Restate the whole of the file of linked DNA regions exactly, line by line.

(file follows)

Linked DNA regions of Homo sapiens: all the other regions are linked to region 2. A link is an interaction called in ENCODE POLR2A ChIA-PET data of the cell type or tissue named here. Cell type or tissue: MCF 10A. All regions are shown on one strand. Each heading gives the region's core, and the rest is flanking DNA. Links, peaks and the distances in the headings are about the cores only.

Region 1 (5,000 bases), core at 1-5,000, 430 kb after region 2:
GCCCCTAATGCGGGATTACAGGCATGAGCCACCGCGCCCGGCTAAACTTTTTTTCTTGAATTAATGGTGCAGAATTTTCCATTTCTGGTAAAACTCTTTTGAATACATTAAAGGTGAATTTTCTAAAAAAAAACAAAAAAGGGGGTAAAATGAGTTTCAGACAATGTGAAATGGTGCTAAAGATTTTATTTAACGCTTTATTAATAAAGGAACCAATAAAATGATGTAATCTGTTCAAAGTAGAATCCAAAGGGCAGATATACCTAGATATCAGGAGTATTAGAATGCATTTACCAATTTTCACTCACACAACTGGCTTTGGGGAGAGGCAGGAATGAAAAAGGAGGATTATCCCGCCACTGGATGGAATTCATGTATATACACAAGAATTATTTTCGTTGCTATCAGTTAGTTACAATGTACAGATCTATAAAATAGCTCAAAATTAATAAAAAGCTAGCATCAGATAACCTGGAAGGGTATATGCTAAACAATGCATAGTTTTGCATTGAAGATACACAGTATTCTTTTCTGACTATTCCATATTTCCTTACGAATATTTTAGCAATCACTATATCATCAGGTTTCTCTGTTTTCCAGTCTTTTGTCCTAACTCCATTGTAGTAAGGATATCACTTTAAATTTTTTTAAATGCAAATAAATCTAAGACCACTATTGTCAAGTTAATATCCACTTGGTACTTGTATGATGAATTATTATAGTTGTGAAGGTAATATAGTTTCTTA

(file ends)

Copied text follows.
Linked DNA regions of Homo sapiens: all the other regions are linked to region 2. A link is an interaction called in ENCODE POLR2A ChIA-PET data of the cell type or tissue named here. Cell type or tissue: MCF 10A. All regions are shown on one strand. Each heading gives the region's core, and the rest is flanking DNA. Links, peaks and the distances in the headings are about the cores only.

Region 1 (5,000 bases), core at 1-5,000, 430 kb after region 2:
GCCCCTAATGCGGGATTACAGGCATGAGCCACCGCGCCCGGCTAAACTTTTTTTCTTGAATTAATGGTGCAGAATTTTCCATTTCTGGTAAAACTCTTTTGAATACATTAAAGGTGAATTTTCTAAAAAAAAACAAAAAAGGGGGTAAAATGAGTTTCAGACAATGTGAAATGGTGCTAAAGATTTTATTTAACGCTTTATTAATAAAGGAACCAATAAAATGATGTAATCTGTTCAAAGTAGAATCCAAAGGGCAGATATACCTAGATATCAGGAGTATTAGAATGCATTTACCAATTTTCACTCACACAACTGGCTTTGGGGAGAGGCAGGAATGAAAAAGGAGGATTATCCCGCCACTGGATGGAATTCATGTATATACACAAGAATTATTTTCGTTGCTATCAGTTAGTTACAATGTACAGATCTATAAAATAGCTCAAAATTAATAAAAAGCTAGCATCAGATAACCTGGAAGGGTATATGCTAAACAATGCATAGTTTTGCATTGAAGATACACAGTATTCTTTTCTGACTATTCCATATTTCCTTACGAATATTTTAGCAATCACTATATCATCAGGTTTCTCTGTTTTCCAGTCTTTTGTCCTAACTCCATTGTAGTAAGGATATCACTTTAAATTTTTTTAAATGCAAATAAATCTAAGACCACTATTGTCAAGTTAATATCCACTTGGTACTTGTATGATGAATTATTATAGTTGTGAAGGTAATATAGTTTCTTA